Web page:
Crowdsourcing and Curating Collective Memory, Legends, and Local History with Facebook Groups

About two days ago, I noticed a flurry of postings from my local friends to a Facebook group called, “You’re Probably from Canton, GA (Cherokee County) If You Remember??” in which people were reminiscing about places, people, and traditions gone by in the local town and surrounding communities of Canton.   Out of curiosity, I began perusing the posts in the group this evening and am fascinated by the phenomenon I see happening here:  over 900 members are sharing collective memory, legends, lore, photographs, and remembrances of life in the past of Canton.

People are sharing musings and engaging in threaded conversations around historic photographs, school days, local events that no longer take place, “urban legends” (including one about one of my high school teachers, Miss Mauldin, who supposedly became distressed when she could not find her classroom after a group of mischievous teens pushed the lockers down the hall and concealed the entrance to her classroom), local figures, traditions, and cultural institutions of life in what used to a be fairly small north Georgia town.  Most of the memories center on life prior to the 1990s, a decade in which a population explosion changed the physical and cultural landscape of the community in many ways.

As I am browsing through the posts this evening, I can’t help but wonder what libraries and educators could take away from this kind of phenomenon of crowdsourcing collective memories; I’m intrigued what an ethnographer might also be able to take away from this collective narrative as well as individual narratives that are shared in this public space.

  • How can libraries and educators harness the power of social media to help people build a rich narrative?
  • Whose voices seem included and what groups might be absent from the conversation–and what might that in and of itself tell us about the culture of the community?
  • What can we learn from the stories that are shared in a medium like this and how could this be a medium for multiple voices telling the history, the story of a shared place?
  • Could we view this Facebook group as an alternative or emerging form of text?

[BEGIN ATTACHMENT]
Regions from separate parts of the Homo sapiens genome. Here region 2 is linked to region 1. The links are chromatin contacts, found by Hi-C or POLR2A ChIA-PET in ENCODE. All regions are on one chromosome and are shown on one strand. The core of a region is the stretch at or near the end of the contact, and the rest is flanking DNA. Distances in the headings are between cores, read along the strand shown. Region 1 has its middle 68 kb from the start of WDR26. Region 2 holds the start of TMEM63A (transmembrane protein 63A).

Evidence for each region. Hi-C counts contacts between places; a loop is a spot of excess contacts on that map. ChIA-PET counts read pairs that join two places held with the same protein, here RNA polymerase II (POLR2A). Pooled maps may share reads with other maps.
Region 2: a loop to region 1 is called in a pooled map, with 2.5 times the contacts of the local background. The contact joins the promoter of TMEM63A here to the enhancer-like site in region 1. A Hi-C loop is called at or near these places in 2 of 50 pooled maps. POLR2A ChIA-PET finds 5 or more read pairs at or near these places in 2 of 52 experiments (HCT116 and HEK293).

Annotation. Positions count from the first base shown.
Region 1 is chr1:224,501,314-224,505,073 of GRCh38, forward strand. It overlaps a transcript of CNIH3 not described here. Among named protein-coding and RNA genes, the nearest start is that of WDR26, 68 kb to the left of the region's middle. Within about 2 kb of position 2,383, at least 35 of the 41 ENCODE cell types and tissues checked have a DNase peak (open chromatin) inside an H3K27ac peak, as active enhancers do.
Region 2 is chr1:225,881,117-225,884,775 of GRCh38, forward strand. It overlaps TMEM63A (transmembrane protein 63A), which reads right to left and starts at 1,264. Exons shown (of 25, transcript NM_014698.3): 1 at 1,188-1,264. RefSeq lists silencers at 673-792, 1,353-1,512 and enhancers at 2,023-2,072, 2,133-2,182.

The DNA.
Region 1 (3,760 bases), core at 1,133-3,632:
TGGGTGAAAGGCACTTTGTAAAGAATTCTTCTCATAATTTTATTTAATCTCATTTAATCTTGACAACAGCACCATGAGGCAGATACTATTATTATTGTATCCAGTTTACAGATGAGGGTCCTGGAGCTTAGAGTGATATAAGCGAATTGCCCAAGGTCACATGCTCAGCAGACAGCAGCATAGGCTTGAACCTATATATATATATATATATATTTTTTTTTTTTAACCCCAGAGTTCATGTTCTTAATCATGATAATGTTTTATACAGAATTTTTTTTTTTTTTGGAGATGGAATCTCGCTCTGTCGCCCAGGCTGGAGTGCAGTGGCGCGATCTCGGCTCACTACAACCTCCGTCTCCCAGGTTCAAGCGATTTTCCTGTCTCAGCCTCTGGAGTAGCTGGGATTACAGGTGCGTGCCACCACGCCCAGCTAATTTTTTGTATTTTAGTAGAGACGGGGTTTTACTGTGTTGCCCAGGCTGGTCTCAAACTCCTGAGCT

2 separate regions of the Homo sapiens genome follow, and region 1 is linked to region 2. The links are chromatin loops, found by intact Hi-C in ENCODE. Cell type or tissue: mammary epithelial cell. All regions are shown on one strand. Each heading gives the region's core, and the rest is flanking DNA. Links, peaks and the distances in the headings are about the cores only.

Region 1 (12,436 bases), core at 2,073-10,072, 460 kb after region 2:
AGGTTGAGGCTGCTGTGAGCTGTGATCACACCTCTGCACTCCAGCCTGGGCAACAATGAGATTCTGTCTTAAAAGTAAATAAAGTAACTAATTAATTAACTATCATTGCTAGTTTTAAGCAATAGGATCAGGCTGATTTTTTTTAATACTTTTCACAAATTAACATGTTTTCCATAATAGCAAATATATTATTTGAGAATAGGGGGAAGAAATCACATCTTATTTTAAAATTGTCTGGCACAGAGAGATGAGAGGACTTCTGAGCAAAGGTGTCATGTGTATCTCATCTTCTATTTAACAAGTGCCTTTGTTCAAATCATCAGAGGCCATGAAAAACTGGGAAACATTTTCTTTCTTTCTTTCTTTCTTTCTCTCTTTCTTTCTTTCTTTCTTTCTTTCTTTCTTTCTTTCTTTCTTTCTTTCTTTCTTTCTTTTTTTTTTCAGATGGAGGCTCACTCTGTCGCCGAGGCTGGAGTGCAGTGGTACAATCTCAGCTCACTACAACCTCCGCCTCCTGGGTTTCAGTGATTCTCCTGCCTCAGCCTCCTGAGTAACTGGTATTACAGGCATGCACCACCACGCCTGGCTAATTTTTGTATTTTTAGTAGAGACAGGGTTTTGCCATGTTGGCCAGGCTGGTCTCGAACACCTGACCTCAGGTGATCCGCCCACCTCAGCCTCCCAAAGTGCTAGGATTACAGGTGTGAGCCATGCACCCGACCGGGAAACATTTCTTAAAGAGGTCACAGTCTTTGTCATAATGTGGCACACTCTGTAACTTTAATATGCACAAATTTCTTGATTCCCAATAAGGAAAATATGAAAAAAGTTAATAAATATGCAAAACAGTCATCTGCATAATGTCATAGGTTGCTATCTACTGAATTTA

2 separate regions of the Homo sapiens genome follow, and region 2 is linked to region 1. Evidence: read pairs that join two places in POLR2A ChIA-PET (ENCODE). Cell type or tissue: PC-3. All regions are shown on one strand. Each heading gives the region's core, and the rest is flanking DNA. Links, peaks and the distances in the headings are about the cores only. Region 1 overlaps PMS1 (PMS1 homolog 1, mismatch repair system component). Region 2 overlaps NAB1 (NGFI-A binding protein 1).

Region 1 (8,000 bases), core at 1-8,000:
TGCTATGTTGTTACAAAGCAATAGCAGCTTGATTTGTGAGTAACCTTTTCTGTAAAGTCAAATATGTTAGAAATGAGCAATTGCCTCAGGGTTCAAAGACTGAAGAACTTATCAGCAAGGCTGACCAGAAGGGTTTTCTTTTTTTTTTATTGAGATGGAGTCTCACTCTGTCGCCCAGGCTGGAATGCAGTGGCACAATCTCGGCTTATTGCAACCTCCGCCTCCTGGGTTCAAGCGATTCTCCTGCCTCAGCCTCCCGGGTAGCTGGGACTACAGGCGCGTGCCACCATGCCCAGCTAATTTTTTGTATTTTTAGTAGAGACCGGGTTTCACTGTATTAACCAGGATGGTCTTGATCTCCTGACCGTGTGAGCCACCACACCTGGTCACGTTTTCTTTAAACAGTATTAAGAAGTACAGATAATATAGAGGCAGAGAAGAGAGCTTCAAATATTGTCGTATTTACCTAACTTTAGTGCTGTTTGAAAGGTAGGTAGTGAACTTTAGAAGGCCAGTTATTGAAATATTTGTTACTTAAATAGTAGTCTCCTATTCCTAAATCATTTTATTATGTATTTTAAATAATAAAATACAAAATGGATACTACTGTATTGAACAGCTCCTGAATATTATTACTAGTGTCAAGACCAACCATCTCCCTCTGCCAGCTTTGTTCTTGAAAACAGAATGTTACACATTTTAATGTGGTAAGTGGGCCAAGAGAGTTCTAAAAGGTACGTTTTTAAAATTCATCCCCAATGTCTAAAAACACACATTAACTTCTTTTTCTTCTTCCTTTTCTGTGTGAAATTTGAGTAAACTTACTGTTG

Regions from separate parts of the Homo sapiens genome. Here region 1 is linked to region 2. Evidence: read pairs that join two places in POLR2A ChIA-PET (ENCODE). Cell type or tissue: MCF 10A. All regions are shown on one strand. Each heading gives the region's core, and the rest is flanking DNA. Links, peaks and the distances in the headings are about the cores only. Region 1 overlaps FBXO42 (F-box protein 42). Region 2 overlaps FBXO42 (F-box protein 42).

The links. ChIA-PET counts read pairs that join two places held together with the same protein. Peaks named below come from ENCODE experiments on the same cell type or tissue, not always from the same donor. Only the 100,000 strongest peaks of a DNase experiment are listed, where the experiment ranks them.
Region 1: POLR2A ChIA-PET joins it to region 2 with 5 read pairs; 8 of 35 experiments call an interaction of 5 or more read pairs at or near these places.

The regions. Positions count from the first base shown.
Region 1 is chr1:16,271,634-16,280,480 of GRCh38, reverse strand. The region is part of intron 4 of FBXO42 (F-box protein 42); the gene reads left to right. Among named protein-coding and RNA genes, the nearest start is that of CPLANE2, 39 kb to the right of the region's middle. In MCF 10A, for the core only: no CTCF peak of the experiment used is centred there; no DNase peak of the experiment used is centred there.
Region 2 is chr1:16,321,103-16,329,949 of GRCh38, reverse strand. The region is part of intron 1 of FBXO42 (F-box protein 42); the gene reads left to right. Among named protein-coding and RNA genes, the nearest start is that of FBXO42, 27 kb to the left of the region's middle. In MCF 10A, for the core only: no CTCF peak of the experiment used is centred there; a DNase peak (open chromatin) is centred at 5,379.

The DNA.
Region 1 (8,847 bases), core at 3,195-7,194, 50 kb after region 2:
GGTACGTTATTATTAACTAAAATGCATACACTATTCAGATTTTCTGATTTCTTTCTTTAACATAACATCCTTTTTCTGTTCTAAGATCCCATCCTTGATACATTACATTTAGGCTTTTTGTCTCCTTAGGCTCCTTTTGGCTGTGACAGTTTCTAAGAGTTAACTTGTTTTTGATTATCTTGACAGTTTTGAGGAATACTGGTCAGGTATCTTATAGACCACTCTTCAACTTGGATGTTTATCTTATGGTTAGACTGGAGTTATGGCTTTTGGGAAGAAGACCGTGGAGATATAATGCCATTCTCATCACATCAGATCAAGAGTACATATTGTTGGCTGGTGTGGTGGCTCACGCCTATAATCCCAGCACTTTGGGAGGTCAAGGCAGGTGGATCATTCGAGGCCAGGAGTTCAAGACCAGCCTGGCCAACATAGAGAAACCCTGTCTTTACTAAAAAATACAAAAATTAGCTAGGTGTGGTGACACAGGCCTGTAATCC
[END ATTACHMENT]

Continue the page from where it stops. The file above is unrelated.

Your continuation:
• What can we take away from this kind of narrative to inform our understanding of digital storytelling and digital composition?
  • Is Facebook a medium for curation, and if so, what are the benefits as well as challenges for using it as a curation medium?  How might libraries weave narratives from a group like this into a larger digital text using a tool like Storify?
  • What qualities engage and compel people to contribute to this conversation?  I saw numerous comments along the lines of, “This is fun!  I could do this all night!” or remarks about the number of hours people were devoting to sharing and reading the posts and comments in the group.   Clearly, people are experiencing flow in this learning and shared story space–how can libraries and educators tap into the power of shared storytelling and construction of local history/memory?
  • How is this group functioning as a site of participatory culture?
  • Do groups like this encourage people to use social media who may be reluctant to join a social network or who may not feel a sense of agency or desire to participate in social networking?
  • What motivates people to establish and engage in sustained participation in groups like these?

7 comments

  1. This just happened to me with my hometown, and it is indeed fascinating. You pose some great questions. One of the things I’m enjoying about it is that I find it’s privileging voices that usually NEVER make their way into official, established community history venues. As a museum professional, if I were working in the local historical society or a similar organization, I’d find this a gold mine for names, events, and themes that could underlie powerful exhibition content. My hometown group on Facebook is proving to be more racially, economically, and culturally diverse, more “inappropriate,” more honest, and funnier than any formal presentation of local history I’ve ever seen. Though it is a useful exercise to wonder “who’s missing,” it’s also useful to look at who’s present, and to compare that with the participant demographic in real-world sites of memory.

    1. Wow, Michelle, I so enjoy your comments and observations! I wonder if any libraries are helping support these kinds of spaces for collective history/memory into their programming, or do you know of any museums infusing this into their exhibition?

      I’ve noticed quite lots of new groups like this one springing up in the FB streams of my friends in other states…truly a cool and fascinating phenomenon!

      Thank you again for sharing your reflections—I so appreciate your perspective!
      Best, Buffy

  2. I was looking through the page for my hometown just now and the interaction between everyone is fantastic – I’m excited to see where this can go!

Leave a Reply

Fill in your details below or click an icon to log in:

WordPress.com Logo

You are commenting using your WordPress.com account. Log Out / Change )

Twitter picture

You are commenting using your Twitter account. Log Out / Change )

Facebook photo

You are commenting using your Facebook account. Log Out / Change )

Google+ photo

You are commenting using your Google+ account. Log Out / Change )

Connecting to %s